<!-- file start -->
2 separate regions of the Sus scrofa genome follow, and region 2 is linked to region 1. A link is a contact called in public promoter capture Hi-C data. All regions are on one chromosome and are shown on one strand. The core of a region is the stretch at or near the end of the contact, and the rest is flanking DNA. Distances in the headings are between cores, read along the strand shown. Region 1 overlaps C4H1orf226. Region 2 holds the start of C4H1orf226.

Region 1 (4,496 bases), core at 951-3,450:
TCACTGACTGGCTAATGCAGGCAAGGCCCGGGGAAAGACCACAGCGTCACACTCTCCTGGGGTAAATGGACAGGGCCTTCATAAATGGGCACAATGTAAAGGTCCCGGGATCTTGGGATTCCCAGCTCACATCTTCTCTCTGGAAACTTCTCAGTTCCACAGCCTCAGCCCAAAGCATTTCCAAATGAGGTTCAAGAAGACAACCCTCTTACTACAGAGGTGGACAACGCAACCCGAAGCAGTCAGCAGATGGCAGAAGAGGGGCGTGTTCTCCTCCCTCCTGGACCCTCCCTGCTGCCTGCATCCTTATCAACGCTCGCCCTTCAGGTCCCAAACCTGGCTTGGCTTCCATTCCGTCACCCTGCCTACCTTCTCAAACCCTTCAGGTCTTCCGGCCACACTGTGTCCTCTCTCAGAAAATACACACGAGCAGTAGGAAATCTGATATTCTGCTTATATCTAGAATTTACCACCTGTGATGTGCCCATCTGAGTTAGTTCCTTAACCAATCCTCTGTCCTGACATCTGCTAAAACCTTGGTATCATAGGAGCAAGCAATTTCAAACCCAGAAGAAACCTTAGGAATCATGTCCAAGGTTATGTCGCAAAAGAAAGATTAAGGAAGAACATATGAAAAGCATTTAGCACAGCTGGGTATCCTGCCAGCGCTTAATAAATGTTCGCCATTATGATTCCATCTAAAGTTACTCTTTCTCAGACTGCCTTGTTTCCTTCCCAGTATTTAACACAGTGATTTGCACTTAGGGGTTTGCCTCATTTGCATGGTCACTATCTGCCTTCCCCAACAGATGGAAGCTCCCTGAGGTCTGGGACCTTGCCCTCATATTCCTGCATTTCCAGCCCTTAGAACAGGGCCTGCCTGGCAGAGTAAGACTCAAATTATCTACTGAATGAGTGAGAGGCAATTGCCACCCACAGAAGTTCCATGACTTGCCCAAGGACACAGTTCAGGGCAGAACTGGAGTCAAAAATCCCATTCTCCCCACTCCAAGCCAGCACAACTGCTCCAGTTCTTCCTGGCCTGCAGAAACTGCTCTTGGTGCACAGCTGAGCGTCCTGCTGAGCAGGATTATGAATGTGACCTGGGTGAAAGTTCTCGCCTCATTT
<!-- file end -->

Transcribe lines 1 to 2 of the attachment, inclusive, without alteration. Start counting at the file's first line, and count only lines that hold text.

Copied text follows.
2 separate regions of the Sus scrofa genome follow, and region 2 is linked to region 1. A link is a contact called in public promoter capture Hi-C data. All regions are on one chromosome and are shown on one strand. The core of a region is the stretch at or near the end of the contact, and the rest is flanking DNA. Distances in the headings are between cores, read along the strand shown. Region 1 overlaps C4H1orf226. Region 2 holds the start of C4H1orf226.

Region 1 (4,496 bases), core at 951-3,450: